Knowledge may be cumulative, but it is worthless unless it can be applied to satisfy a desire. It is also permanent - it cannot be stolen. What knowledge is great at is helping produce better material objects with less cost and greater ability to satisfy desire.

The real competition to the movie, music and publishing industries are the computer manufacturers and ISPs.

What the MPAA and RIAA and the SAG are doing when they attempt to put in digital restrictions management into computer hardware and force ISPs to filter content is the equivalent of the Luddites burning water mills and power looms. This is a strategy that will ultimately fail, but in the short term causes a slow-down in the rate of improvement of material objects, both directly (PCs and Internet connections suck more because of attempts to implement digital restrictions management), and indirectly (this improvement in the production of objects is driven by knowledge produced with the aid of PCs and the Internet, in a cumulative process).

So what about the MPAA excuse that no one will be able to finance the production of big-budget action movies anymore? At a time when the very same progress in material production is drastically reducing the cost of producing a movie (via an all-digital process and computer-generated imagery), this is exactly like arguing that no one will be able to afford to author books during the time of Gutenberg's invention of the printing press.

The creative urge is a desire in and of itself. If there's anything you should take away from this essay, it's that people pay to have their desires satisfied.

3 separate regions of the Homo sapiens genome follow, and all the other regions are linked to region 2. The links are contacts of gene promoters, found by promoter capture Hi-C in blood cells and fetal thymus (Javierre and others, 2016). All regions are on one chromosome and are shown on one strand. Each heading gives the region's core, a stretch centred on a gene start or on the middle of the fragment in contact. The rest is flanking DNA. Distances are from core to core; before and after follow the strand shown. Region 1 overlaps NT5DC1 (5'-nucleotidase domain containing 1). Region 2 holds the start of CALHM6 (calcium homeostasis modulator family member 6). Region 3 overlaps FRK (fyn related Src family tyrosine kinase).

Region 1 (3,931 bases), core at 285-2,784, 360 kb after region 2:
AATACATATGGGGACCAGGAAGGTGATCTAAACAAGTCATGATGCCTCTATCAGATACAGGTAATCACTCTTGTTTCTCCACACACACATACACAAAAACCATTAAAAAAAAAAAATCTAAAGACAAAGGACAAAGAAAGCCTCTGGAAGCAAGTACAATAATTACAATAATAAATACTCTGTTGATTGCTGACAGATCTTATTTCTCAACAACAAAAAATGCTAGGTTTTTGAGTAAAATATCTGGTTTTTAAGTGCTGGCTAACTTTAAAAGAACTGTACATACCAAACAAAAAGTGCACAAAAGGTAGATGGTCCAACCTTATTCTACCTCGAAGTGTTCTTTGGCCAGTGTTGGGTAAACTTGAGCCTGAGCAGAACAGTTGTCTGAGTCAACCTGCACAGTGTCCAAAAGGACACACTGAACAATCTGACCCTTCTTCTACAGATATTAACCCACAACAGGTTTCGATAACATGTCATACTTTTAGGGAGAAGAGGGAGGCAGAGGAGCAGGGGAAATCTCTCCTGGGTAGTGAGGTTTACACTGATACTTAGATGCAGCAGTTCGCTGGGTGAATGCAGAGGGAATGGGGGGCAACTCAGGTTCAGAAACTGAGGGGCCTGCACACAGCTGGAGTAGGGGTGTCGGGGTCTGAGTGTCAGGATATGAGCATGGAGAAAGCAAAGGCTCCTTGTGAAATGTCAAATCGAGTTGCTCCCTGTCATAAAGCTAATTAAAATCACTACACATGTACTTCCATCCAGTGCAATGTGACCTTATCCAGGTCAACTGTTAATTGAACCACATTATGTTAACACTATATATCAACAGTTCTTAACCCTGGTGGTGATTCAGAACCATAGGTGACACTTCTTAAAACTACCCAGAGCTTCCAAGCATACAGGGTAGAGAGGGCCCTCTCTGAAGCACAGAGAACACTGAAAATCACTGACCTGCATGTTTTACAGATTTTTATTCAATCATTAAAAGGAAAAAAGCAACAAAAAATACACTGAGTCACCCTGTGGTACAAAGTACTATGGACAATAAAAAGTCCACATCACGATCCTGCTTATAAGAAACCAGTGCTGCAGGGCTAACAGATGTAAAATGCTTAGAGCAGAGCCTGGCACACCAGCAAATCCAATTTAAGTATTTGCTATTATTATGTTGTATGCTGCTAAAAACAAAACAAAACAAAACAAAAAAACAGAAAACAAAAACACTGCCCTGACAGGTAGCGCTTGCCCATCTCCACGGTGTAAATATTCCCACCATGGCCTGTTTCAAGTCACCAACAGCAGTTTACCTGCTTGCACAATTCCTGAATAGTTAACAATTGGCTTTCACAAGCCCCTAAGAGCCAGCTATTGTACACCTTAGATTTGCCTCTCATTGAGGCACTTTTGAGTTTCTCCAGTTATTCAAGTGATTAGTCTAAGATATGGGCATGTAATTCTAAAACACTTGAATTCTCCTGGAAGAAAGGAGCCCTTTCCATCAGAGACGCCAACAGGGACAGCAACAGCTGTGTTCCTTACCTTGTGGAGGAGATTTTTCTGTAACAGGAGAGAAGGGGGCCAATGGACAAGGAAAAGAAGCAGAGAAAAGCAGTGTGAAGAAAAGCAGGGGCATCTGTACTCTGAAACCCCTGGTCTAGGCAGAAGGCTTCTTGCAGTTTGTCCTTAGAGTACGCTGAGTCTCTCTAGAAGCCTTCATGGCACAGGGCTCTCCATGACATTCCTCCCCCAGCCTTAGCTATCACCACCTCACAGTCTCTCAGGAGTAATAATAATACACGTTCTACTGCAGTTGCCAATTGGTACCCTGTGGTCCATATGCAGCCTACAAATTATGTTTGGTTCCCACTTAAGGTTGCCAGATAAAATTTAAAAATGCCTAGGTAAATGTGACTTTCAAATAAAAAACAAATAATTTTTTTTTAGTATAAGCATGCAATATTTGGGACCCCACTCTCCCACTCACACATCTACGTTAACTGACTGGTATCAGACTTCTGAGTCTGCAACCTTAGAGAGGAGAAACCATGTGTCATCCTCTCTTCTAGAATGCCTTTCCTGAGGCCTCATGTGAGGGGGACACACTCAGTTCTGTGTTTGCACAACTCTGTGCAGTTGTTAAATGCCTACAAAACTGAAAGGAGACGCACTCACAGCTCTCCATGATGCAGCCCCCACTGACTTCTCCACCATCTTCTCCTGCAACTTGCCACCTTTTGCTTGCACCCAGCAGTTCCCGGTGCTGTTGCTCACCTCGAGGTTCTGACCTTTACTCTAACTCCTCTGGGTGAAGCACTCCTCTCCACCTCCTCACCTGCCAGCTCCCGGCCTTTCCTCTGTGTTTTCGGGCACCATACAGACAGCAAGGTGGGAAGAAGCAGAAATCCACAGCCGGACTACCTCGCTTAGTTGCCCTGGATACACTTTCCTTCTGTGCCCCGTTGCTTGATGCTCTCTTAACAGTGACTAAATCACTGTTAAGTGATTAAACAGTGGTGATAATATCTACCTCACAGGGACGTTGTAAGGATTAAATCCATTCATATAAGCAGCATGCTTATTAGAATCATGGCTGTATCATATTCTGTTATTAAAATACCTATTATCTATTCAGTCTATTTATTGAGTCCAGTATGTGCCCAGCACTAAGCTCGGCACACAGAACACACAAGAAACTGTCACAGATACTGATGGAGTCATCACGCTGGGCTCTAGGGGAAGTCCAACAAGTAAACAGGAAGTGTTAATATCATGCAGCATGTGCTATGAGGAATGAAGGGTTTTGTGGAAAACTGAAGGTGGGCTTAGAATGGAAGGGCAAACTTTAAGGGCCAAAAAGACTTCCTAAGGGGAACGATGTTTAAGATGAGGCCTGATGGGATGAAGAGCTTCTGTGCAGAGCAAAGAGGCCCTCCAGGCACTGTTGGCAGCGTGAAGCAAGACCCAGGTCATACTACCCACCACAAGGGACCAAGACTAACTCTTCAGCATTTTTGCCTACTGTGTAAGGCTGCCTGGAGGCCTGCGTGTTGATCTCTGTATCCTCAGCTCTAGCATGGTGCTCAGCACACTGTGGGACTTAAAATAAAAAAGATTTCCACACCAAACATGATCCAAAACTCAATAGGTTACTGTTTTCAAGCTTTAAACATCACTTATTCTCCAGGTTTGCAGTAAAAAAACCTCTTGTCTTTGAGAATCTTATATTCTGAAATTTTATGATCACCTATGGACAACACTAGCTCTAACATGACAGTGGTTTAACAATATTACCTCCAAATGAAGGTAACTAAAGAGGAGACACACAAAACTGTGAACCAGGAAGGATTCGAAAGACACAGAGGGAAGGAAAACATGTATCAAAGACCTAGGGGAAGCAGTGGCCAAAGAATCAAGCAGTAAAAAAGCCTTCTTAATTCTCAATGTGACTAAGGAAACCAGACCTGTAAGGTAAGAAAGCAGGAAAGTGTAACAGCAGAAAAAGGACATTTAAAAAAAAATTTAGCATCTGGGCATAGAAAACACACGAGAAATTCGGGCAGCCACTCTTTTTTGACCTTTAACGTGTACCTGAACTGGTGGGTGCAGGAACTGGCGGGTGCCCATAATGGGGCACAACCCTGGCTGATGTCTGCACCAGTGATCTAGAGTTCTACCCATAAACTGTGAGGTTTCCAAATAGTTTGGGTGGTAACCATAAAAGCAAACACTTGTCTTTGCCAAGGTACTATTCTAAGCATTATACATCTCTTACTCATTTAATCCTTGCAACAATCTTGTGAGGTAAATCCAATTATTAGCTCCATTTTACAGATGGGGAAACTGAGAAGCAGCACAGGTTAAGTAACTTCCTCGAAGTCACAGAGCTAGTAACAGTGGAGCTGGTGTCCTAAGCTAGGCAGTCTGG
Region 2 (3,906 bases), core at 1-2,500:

December 20, 2011

Programming considered harmful

  • gotos make it possible to write bad programs
  • threads make it possible to write bad programs
  • global variables make it possible to write bad programs
  • anonymous functions make it possible to write bad programs
  • macros make it possible to write bad programs
  • mutable variables make it possible to write bad programs
  • continuations make it possible to write bad programs
  • dynamic scoping makes it possible to write bad programs
  • objects make it possible to write bad programs
  • recursion makes it possible to write bad programs
  • ...

Take this argument far enough, and you are left with the S-K combinators, and now it is impossible to write good programs.

Having few features in a programming language is a fault, not a virtue. The bigger fault lies in failing to provide the language with the facilities to be extended with new features.

No amount of language design can force a programmer to write clear programs.

--Guy Steele & Gerald Sussman

December 12, 2011

Announcing: CLiki2 public beta 2

CLiki, the Common Lisp wiki, is a good resource for finding out about Common Lisp libraries and other information. However, the code behind CLiki itself is hard to maintain and add features to.

Andrey Moskvitin and I have been working on a replacement wiki web application on and off for the past eight months. The first public beta came out in the summer. Since then, I've worked the software to the point where I think it's ready as a replacement to power CLiki.

The second beta of CLiki2 is now up at Please try it out and let me know what you think. Bugs can be reported at or by sending me email:

Most of the new features center around spam prevention:

  • Wikipedia-style history lists and diffs for all pages
  • Lists of edits by account/IP address
  • Blacklist of accounts and IP addresses
  • Atom change feeds for individual pages (as well as all of CLiki)
  • HTML tag filtering
Other new features include:
  • Real article deletion and undeletion
  • Code coloring using cl-colorize
  • Working list of uncategorized/orphan articles
  • Pages that work well in text browsers (and hopefully screen readers)
  • No JavaScript
Pages are marked up using a mixture of HTML (with some tags and attributes filtered out) as well as a slightly simplified form of CLiki syntax.

Behind the scenes, CLiki2 is powered by Hunchentoot, BKNR-datastore, and Nathan Froyd's diff library.

Source code is at, and is licensed under the Affero GPL.